Unequal Justice: Mobilizing the Private Bar to Fight Mass Incarceration
Date:  05-05-2015

Lawyers’ Committee for Civil Rights Under Law urges action now
In April 2015 the Lawyers’ Committee for Civil Rights Under Law released a new report, Unequal Justice: Mobilizing the Private Bar to Fight Mass Incarceration which calls on private attorneys to use their collective expertise to bring an end to mass incarceration.

The beginning of the report's executive summary explains:

This report marks the beginning of Lawyers’ Committee for Civil Rights Under Law’s Criminal Justice Initiative, created to mobilize the private bar in the fight against mass incarceration. Mass incarceration – a term that refers to the cluster of issues associated with the historic scale of present-day American incarceration – presents the greatest contemporary threat to civil and human rights in the United States today. Two key facts about this phenomenon gird its importance to the Lawyers’ Committee’s mission: (1) mass incarceration is a racially, spatially, and socioeconomically targeted phenomenon that disproportionately affects lower-class African-American and Hispanic residents of degraded urban spaces, and (2) mass incarceration results in large part from aggregate policy choices, rather than from poor personal decisions or increases in overall levels of crime, meaning solutions too will be legal and policy in nature. There is no single solution to the problem of mass incarceration. This is because there is no single cause. Many issues are subsumed under the heading of “mass incarceration,” some with deep historical roots. It is the combination of various factors working in tandem that produces the result.

Findings of the report include:

There is consensus that the criminal justice system is broken. Or in the words of one participant at a listening session, the criminal justice system does exactly what it is designed to do: to punitively punish large swaths of society’s most disadvantaged individuals. Experts, academics, practitioners, and formerly incarcerated individuals alike agreed that the criminal justice system is unnecessarily punitive, fails wholesale to rehabilitate through its method of incarceration, destroys any opportunity for success after release from incarceration due to the thousands of collateral consequences, decreases public safety, and undermines public trust in the ability of the system to deliver justice. A key fact will guide the Lawyers’ Committee’s work in this area: nationally, 95% of criminal cases end in guilty pleas; of cases in the federal court system, that figure is 97%. In considering how best to harness the resources of the private bar, the importance of the criminal justice system’s negotiated nature cannot be overstated.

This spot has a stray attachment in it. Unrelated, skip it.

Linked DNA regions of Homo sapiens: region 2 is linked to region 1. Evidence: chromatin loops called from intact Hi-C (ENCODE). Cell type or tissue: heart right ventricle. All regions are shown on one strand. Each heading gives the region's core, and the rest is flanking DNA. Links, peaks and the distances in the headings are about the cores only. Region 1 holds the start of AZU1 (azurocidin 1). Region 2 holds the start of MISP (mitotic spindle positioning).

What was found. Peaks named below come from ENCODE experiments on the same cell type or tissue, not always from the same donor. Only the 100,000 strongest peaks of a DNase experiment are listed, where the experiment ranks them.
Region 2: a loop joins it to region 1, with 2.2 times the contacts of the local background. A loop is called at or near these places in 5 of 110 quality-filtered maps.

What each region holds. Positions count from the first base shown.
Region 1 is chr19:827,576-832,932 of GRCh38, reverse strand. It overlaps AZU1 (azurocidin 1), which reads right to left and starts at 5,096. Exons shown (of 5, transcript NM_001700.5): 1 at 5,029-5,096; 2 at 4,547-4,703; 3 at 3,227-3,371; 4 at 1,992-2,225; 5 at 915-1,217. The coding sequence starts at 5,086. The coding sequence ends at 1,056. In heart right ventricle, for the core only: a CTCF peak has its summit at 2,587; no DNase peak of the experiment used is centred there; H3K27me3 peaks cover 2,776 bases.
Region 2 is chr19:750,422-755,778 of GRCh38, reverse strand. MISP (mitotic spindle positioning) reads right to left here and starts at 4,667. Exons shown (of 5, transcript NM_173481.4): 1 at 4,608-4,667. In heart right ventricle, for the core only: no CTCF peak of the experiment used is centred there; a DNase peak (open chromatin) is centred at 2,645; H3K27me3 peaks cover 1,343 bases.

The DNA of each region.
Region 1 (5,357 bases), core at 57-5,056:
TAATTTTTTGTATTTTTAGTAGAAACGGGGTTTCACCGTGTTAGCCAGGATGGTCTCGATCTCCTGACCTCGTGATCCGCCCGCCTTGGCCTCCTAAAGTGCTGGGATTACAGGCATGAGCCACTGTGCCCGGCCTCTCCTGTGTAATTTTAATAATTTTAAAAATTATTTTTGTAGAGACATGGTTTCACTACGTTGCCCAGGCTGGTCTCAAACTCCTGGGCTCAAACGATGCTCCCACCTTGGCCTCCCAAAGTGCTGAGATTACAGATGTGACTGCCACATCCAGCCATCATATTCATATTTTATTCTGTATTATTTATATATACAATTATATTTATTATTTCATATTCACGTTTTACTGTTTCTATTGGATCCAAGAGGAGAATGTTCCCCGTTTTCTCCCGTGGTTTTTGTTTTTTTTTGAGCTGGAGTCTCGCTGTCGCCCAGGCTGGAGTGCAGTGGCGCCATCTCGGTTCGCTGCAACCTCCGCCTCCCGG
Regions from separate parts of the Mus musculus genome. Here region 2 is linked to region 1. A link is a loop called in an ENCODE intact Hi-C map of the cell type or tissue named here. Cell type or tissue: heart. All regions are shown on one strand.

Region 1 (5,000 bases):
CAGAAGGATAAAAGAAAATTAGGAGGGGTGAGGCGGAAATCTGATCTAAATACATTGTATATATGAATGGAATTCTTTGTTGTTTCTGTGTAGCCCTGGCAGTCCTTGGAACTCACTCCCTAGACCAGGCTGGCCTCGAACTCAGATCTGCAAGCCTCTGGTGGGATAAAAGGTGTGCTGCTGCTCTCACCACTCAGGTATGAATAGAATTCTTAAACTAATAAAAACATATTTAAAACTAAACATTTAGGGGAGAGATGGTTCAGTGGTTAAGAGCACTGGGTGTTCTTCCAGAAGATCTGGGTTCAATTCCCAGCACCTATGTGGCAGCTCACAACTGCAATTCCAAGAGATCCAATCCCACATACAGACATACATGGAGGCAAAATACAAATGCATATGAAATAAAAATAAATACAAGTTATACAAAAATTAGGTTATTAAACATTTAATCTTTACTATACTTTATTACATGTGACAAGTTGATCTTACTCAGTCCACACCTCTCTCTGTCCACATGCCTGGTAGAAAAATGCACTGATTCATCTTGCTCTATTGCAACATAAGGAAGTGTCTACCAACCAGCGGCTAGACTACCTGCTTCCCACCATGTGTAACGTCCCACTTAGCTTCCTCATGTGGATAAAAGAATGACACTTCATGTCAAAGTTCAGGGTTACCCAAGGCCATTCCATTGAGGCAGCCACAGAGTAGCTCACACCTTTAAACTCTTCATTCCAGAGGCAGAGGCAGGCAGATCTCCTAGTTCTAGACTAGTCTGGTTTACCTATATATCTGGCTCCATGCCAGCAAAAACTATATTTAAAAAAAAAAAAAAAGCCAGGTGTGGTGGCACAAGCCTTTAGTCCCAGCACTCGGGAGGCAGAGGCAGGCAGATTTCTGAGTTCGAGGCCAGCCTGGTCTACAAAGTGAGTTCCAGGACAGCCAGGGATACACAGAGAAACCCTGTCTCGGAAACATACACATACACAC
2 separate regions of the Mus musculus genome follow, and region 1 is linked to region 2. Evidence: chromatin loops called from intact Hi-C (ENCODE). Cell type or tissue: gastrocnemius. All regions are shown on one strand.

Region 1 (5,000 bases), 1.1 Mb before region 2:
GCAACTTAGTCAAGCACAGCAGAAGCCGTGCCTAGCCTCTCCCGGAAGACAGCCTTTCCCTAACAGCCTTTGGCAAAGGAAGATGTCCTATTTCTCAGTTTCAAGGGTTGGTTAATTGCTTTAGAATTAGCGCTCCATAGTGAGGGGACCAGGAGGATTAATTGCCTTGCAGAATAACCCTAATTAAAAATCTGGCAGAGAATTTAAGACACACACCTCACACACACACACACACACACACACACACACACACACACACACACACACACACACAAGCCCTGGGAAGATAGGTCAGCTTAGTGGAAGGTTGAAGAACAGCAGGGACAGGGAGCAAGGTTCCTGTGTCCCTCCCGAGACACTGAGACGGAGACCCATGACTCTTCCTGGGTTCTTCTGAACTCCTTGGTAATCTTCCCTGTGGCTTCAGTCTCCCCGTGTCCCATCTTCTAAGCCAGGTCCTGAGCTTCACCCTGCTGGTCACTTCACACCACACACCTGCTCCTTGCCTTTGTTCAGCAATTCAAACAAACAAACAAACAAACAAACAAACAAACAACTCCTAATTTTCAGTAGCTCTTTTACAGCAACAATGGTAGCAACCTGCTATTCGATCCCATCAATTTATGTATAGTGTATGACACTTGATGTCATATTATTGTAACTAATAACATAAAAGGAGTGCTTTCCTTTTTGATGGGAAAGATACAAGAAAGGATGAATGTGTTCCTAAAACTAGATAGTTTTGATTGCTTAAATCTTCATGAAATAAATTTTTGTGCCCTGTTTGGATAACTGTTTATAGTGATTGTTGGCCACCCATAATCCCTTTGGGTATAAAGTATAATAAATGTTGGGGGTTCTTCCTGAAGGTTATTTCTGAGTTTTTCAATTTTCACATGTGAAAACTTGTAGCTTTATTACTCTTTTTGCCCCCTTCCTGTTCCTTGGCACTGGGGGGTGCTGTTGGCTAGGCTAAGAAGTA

Glaring racial disparities are often absent from reform discourse. There is no question that the criminal justice system treats individuals differently based on the color of their skin. This is especially true when combined with other disadvantage factors like income, education, geography, and access to healthcare. However, this fact is often absent in public discourse and almost never formally addressed in reform eff orts. This is particularly troubling since racial disparities in incarceration are often the result of implicit racial bias and structural or institutionalized racial discrimination, deep-rooted species of dysfunction which can only begin to be addressed by the acknowledgement and recognition that it exists.

There is a huge gap in legal approaches to fight mass incarceration. Simply put, very few organizations in the nation have the resources, expertise, and will to fight mass incarceration in the courts. Lawyers’ Committee is particularly well-suited to filling this gap given the organization’s model of engaging large national law firms in impact litigation aimed at strategic and system-wide change.

The time is now. As Lawyers’ Committee heard from a diverse array of advocates, experts, practitioners and those affected by the system, the urgency of accelerated and increased reform efforts became palpable. State and federal budgets are stretched to a breaking point. After four decades of “tough on crime” policies, public discourse around criminal justice has begun to change to “smart on crime” policies which concentrate resources on the most serious crime, reduce overly harsh prison sentences, especially for drug offenses, and focus on rehabilitation and reducing recidivism rates.

Read the full report here.